Yes, we all want to be Jews, for there
is a need deep in all of us to become
the very people our ancestors persecuted
No one, I notice, ever wants to be Irish,
or Lithuanian for that matter, since we
have not suffered with as much literary

grace as the Jews, nor have we wrestled
so elegantly with guilt, even though we
tried to be Catholic, and in the end we

see we’re very angry with life, but who
can admit such a thing? So we instead
rail all the way to the core of our anger,

and there we find ourselves as distraught
children ;then, aghast with us, we fall
in love with the thought of persecution.

Artist’s note:
Abba Kovner (1918-1987), Jewish partisan leader during World War II, thanked
the Mother Superior of the Dominican convent who hid him from the Nazis, “You
have done so much for the Jews.” She responded, “In this situation, a Jew is
the only decent thing to be.”

Christine Lennon


Christine has been writing poetry and prose for more than 20 years She resides in the foothills of the Blue Ridge Mountains of Virginia (Harrisonburg) She is the editor of “Verse Libre Quarterly” (http://thispoetgirl.com/verselibre) and “The Eclipse” (http://theeclipse.net) She is a freelance web designer and writer/artist Her design studio is Artisan Studio (http://artisanstudio.org)
She has also been a magician’s assistant, an “extra” in a few movies, a computer operator, a licensed artist in New Orleans’ French Quarter, a soldier in this girl’s U S Army, a baker, and a student of all things interesting (currently, flying small aircraft) She is also a Master Poet in Ardeon’s Poets Guild Her publication credits include Poems Niederngasse, New World Poetry, Free Zone Quarterly, Poetry Super Highway, Countless Horizons, The White Shoe Irregular, Bay Review Liberal Arts Journal, Friction Magazine, 2 River View, Kota Press, Absinthe, The White Shoe Irregular, Clean Sheets, Erosha, and a forthcoming issue of Beauty for Ashes She is also a contributor to “In Their Own Words; a generation defining itself ” Her other personal poetry sites are Pieces of me (http://thispoetgirl.com) and Allegory (http://stas.net/poems).

The following work is Copyright © 2001, and owned by Christine Lennon and may not be distributed or reprinted in any form whatsover without written permission from the author.


She was weathered
aged, a basket dangled
from her arm
as she felt tomatoes
at a long table
in downtown Darmstadt’s
out door market

She placed several firm
red ones in the basket
and moved on, shuffling
steps, to apples

I wondered if she was
once tattooed
and shaven

or had she hidden
a Jewish family
in her cellar

or had she been
the kept woman
of a polished and
decorated SS officer
his glossy shoes
typically beneath her bed

perhaps, instead
she’d kissed her
Luftwaffe pilot good-bye
one last time
before the RAF
shot him down

or had she only been
squeezing her tomatoes
waiting for the world
to stop spinning

Joleen Lutz


Joleen Lutz, from Los angeles, California,  is a playwrite, poet and actress Author of “Poetry without Prozak”

The following work is Copyright © 2001, and owned by
Joleen Lutz and may not be distributed or reprinted in any form whatsover without written permission from the author.

Filthy Rich

The business still bears the name
A name that should be hidden in hushed tones

Justice has long passed it’s time
But there is still time for truth

“I too have a name worth remembering”
Cry the children of Auschwitz

It’s only propaganda”
Reply the sons of famos Nazis

The building still reads his name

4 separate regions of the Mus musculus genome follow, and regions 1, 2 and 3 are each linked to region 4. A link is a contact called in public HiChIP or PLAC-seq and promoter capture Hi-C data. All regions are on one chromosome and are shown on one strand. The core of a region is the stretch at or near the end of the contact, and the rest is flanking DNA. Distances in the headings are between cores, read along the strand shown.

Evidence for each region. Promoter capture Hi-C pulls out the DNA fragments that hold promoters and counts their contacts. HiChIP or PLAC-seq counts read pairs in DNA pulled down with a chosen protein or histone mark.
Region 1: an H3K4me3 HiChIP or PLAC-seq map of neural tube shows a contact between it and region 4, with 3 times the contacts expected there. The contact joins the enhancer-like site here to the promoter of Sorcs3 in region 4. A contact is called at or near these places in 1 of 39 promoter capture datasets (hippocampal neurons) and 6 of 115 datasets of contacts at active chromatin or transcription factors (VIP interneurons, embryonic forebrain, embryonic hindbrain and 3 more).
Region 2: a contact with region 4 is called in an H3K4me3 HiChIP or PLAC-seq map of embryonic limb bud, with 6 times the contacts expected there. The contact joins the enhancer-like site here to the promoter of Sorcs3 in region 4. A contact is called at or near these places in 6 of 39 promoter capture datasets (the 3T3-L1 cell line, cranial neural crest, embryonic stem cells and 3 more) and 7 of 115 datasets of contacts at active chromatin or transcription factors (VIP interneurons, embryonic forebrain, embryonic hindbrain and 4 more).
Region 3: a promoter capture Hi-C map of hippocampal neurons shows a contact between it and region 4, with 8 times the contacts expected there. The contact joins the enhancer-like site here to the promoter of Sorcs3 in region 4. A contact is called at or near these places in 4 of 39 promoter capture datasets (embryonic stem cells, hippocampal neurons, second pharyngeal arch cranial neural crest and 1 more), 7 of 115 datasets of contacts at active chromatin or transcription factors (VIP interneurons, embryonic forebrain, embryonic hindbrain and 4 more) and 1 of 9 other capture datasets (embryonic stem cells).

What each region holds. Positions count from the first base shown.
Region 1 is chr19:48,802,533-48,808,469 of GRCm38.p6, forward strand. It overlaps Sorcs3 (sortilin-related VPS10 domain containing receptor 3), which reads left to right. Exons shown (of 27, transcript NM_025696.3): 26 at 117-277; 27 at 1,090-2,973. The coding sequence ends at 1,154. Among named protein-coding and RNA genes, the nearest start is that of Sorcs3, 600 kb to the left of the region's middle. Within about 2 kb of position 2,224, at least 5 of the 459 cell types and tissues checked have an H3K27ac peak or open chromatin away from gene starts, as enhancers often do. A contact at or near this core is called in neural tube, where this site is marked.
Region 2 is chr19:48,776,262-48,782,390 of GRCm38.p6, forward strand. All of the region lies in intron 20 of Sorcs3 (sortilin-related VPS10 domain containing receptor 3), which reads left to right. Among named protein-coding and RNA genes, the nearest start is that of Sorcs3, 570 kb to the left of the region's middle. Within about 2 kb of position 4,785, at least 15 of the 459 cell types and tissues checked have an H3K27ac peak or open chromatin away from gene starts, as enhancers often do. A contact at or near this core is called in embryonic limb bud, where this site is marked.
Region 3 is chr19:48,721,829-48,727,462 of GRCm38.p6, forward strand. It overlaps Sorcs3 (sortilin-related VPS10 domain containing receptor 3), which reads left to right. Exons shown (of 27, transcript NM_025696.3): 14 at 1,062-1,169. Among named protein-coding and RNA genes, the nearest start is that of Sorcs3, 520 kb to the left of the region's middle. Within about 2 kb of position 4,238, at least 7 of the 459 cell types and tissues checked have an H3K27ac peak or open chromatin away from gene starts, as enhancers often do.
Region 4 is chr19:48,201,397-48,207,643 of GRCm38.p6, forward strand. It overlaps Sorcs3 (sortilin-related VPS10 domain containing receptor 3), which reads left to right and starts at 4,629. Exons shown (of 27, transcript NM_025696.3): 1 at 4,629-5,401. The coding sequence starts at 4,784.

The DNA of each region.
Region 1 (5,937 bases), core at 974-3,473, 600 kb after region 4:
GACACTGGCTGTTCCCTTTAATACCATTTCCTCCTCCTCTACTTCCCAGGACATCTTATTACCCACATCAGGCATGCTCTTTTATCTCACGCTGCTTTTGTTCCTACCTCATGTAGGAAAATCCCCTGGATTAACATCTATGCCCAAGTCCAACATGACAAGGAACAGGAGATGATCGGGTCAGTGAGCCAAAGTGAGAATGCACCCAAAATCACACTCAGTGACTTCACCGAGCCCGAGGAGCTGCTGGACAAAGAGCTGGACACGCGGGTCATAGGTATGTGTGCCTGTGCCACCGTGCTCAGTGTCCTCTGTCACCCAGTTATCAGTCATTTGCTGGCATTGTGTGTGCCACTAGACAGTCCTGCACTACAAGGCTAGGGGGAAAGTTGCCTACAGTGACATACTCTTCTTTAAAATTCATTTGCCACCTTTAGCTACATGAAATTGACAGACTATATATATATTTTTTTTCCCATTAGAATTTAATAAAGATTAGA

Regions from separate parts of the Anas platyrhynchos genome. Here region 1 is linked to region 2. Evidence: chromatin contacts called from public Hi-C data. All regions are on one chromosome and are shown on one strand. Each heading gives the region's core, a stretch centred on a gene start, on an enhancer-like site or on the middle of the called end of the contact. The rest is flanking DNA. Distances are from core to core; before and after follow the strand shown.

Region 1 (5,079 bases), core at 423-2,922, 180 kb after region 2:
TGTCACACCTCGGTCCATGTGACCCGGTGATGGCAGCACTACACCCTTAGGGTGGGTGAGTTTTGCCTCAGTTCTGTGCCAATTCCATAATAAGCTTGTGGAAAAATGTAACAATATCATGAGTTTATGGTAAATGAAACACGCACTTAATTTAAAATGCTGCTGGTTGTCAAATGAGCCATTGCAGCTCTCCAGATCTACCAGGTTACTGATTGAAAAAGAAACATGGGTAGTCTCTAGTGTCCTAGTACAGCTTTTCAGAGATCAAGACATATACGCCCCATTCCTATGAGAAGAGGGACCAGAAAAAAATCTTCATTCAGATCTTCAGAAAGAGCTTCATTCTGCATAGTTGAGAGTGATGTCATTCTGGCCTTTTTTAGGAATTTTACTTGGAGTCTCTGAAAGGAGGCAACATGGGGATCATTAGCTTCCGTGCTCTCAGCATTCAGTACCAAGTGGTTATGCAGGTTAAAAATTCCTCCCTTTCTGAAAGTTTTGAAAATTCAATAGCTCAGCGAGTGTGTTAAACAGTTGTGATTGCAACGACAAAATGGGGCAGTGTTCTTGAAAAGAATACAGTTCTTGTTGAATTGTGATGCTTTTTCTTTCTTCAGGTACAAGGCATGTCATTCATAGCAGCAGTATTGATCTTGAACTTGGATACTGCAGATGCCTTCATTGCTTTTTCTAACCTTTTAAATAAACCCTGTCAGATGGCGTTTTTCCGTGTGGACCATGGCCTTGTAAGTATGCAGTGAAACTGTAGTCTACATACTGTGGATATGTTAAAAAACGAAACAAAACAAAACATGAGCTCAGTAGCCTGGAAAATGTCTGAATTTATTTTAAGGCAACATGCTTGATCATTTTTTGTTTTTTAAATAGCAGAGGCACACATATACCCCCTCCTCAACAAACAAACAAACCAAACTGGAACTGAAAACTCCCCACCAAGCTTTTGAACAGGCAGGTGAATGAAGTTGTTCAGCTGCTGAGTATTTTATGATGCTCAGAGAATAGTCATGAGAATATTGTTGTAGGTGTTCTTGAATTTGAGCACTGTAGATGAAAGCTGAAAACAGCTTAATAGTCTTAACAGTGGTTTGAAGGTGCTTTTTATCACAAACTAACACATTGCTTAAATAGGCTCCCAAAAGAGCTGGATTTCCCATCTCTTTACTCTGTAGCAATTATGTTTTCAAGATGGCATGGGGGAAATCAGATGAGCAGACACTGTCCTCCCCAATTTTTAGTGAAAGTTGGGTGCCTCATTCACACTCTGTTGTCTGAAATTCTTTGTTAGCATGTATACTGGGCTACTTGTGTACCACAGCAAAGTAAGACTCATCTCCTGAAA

His name bleeds .Mengele.

Peter Magliocco


PETER MAGLIOCCO, 52, single white writer, was raised in Southern California but has spent the last 16 years editing the lit-art zine, ART:MAG, out of Las Vegas, Nevada His bio appears in the Marquis’ WHO’S WHO IN AMERICA 2001 He labors in the security field for a day job, but has worked in print shops, warehouses, & telemarketing boiler rooms His next poetry chapbook is “POEMS & STORIES OFFLINE” from JVC Books, due this summer Also a freelance artist, he’s done drawings for several small press outlets like NOW HERE NOWHERE, NERVE COWBOY, FIRST CLASS, et al His recent fiction & poetry’s at THE ANGRY THOREAUAN, COMRADES, GNOME, THE DOOMED CITY, FRICTION, THE PHYSIK GARDEN, THUNDER SANDWICH, & elsewhere .

The following work is Copyright © 2001, and owned by
Peter Magliocco and may not be distributed or reprinted in any form whatsover without written permission from the author.

Of a Vision in the Anne Frank House

There was something bruised
on your sister’s corpse: Her breasts
once milkwheat gold, now shadow-livid
with welts impeccable from flaying There was something
in your sister’s tomb debauchery stilled,
a sweat-chilled wend
of something not right
in looming hair-branches
She was not dead
but at fourteen years
poised to live for eternities I was smitten
by inescapable truisms, & placed
porcelain gifts inside her coffin
bearing plant life clot-filled,
amid loam from hyacinth fields
There was something
in her last look suspended
which said another would take
her growth from there
& to the masses give back truth
(An uncontrolled sustenance?)

As only a child prophet mired in slumber
could give to the memory of still-born souls

Val Magnuson


Val Magnuson: http://valmagnuson.com, Author of “Destiny”, editor of the “Company of Women”, upcoming book, “Five Gates of Poetry,” was born in Detroit, Michigan BA, MBA and is a stained glass artist- Her work has been exhibited in both the Corning Museum of Glass and the Royal Ontario Museum, Toronto, Canada- Her work is published world-wide.

The following work is Copyright © 2001, and owned by
Val Magnuson and may not be distributed or reprinted in any form whatsover without written permission from the author.

Provisional Existence

There are no words strong enough
To disclose
The places that need to be known
From not so far away
From not so long ago

Provisional existences
Cut down
Within the Hall of Remembrance
Oh, the faces
Forever diminished

There was an angel
Dwelling in one of these inescapable places